Nurmahmadzoda dismissed such worries, saying that Tojiksodirotbank is just suffering from management issues and that the country’s second biggest bank, Agroinvestbank, is doing perfectly fine. Even the normally circumspect IMF put lie to such brazen deception months ago.
Kazakhstan launched a rare exercise in consulting with the general public earlier this year to defuse spreading discontent, but the authorities are now bracing to pull the plug on the experiment and return to its more trusted heavy-handed measures.
This weekend, the government-initiated outreach commission on the land reforms rolled into the western city of Atyrau, which is notable for having mounted the largest protest rally against the proposed reforms in the spring.
While much of the discussion on July 23 was centered on the reforms themselves, there were also multiple impassioned demands for the release of jailed activists Max Bokayev and his friend, Talgat Ayan.
Organization of this session of the commission had not gone smoothly. One prominent member opposed to the reforms, Mukhtar Taizhan, had announced on his Facebook account that it was to be held on July 16, but the event was postponed. Commission chair and Agriculture Minister Askar Myrzakhmetov told Ak Zhaiyk newspaper that it was taking an unexpectedly long time to arrange the equipment to stream the event over the internet.
Once the date came around though, only 25 people in of 75-member body actually turned up, although the event was at least open to the public.
Amendments to the land law approved in November extended the period for which farming land could be rented to foreigners from 10 to 25 years. The law also set the terms for a series of land auctions that would have been open only to citizens of Kazakhstan. All the provisions have since been reversed amid widespread public opposition.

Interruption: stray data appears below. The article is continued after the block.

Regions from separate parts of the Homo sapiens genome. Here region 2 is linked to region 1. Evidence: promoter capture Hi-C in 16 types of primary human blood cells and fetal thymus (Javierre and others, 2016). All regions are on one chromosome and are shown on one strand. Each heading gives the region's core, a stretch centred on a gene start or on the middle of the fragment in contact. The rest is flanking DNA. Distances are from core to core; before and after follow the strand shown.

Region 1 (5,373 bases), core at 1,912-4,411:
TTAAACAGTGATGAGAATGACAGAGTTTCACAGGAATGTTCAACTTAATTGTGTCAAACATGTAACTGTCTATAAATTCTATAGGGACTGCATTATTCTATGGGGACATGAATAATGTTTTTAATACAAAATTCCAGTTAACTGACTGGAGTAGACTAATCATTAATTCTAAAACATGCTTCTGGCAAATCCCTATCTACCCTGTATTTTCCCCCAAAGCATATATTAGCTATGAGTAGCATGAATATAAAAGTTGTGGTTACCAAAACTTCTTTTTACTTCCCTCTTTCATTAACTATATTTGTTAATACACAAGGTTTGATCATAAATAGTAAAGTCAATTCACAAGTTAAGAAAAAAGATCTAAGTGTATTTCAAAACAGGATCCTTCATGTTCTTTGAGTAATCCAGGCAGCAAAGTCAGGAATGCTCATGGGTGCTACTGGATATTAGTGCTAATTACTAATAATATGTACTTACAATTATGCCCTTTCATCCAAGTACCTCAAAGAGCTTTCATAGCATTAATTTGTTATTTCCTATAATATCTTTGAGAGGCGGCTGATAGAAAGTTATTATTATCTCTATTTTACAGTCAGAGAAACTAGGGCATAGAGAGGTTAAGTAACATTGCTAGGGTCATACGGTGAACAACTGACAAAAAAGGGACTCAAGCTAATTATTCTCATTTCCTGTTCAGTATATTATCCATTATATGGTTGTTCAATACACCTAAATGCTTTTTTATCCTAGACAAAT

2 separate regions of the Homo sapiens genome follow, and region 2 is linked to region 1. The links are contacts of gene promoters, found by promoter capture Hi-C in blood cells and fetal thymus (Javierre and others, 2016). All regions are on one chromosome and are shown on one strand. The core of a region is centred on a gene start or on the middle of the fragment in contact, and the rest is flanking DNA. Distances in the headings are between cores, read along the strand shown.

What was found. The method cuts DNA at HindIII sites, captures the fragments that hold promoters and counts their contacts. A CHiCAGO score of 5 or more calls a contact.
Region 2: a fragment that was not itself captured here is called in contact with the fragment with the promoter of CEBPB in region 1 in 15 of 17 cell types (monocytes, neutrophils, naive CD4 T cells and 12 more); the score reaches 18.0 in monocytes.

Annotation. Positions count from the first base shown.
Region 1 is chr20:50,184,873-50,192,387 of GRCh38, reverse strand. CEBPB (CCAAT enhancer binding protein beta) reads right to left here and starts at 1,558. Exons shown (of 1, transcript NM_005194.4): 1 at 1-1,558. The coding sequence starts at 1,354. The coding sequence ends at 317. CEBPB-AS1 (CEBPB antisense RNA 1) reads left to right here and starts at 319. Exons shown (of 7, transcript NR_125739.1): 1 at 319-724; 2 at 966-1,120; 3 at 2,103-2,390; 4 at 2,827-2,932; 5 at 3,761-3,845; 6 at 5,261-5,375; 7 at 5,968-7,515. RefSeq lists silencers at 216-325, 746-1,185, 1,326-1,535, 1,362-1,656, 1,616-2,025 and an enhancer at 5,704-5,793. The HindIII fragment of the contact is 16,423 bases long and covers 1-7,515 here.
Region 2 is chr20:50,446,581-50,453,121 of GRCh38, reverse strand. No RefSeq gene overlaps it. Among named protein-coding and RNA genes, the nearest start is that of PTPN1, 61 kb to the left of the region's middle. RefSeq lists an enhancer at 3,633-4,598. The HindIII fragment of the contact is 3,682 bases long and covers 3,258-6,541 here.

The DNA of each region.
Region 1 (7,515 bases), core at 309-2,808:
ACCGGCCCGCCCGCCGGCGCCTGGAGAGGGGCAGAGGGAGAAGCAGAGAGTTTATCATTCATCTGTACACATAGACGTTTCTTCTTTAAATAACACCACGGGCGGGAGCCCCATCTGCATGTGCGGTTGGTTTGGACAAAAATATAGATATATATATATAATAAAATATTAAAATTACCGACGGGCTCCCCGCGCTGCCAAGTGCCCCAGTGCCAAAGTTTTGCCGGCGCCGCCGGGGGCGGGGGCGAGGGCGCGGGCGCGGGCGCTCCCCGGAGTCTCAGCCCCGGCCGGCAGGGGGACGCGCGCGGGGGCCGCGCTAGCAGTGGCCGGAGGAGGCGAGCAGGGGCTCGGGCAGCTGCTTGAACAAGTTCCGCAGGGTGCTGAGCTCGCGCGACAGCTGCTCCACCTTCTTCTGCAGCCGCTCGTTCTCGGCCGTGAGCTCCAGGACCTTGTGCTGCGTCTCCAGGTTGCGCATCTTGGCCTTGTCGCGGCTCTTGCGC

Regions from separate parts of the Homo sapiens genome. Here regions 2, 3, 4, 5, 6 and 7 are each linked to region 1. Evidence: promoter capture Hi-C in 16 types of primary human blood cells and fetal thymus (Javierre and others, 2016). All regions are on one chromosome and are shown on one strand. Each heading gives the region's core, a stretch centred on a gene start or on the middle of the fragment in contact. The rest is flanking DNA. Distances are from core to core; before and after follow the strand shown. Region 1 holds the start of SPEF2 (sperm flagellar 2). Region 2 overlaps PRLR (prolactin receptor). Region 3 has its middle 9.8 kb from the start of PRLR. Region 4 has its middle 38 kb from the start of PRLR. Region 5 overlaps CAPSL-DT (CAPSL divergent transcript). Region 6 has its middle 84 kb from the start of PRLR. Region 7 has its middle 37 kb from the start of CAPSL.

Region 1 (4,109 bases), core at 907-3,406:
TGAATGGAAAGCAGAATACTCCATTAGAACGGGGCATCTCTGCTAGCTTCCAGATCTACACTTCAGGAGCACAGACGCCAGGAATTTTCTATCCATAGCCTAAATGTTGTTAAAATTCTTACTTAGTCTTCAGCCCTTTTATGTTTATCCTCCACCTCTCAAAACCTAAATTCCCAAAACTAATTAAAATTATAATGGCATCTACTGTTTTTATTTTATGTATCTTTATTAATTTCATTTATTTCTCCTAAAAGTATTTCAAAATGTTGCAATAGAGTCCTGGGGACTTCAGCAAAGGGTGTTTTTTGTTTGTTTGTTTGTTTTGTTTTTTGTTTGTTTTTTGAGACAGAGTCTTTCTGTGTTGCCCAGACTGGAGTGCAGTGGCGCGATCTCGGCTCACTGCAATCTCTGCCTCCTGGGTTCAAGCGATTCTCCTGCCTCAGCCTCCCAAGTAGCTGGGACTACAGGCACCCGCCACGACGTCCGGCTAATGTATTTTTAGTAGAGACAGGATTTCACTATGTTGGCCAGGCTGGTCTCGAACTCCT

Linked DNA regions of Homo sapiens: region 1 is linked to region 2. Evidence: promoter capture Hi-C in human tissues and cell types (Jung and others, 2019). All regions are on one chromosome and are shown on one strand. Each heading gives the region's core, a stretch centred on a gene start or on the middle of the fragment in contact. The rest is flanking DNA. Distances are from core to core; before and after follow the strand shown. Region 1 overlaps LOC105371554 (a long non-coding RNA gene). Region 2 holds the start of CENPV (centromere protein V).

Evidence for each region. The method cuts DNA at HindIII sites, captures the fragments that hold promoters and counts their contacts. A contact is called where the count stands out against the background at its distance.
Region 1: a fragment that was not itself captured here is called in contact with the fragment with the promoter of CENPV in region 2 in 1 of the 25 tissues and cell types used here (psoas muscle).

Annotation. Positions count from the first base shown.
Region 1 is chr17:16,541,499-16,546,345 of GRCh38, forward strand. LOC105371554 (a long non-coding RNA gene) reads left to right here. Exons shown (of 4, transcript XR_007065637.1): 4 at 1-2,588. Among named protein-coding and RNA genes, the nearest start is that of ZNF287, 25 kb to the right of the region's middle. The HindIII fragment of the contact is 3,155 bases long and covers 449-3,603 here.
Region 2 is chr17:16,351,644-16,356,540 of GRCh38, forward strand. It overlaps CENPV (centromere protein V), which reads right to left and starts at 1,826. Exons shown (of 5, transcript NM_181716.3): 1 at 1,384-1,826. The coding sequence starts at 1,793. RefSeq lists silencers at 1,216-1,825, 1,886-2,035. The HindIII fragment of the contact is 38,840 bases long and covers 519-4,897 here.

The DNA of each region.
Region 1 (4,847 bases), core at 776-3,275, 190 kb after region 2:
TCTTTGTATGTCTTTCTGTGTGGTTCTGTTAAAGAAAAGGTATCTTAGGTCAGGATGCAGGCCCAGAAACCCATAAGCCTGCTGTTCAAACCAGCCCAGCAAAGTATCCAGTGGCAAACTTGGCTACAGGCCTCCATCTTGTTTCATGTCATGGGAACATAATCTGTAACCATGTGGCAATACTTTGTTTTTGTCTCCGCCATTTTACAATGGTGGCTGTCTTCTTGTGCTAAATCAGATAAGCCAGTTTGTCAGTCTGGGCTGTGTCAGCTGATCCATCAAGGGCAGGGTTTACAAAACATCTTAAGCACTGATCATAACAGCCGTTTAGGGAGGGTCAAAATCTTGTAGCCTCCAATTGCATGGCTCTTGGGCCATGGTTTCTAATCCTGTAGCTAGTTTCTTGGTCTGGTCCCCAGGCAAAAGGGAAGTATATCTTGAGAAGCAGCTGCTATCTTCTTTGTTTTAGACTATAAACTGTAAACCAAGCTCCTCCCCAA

The Tajikistan edition of Russian newspaper Komsomolskaya Pravda has been shuttered following publication of an article that officials say cast aspersions on the country.
The offending piece, written by Russian journalist Sergei Ponomaryov, was indeed an exercise in crude stereotypes and drew on characters popularized by sketch show “Nasha Russia.”
The opening paragraph sets the tone for the rest of the article: “On the plane from Moscow to the ancient city of Khujand, the capital of northern Tajikistan and the second city in the country, mine was the only Slavic countenance. The rest was straight-up Ravshan and Jamshuds.”
The premise of the sketches featuring those migrant laborer characters was to show Tajiks as primitive and dimwitted, although nonetheless sometimes besting their exasperated Russian taskmasters. The 2011 film made from the TV show was banned in Tajikistan.
Sharif Hamdampur, editor of the Tajikistan edition of the tabloid, was quick to agree about the offensiveness of the article.
“When I read the article I understood that it respected neither journalistic nor professional ethical standards. In the article there are statements that insult Tajiks and the country as a whole,” Hamdampur said on July 21.
The editor said he appealed in vain with the newspaper’s top management to have the article spiked.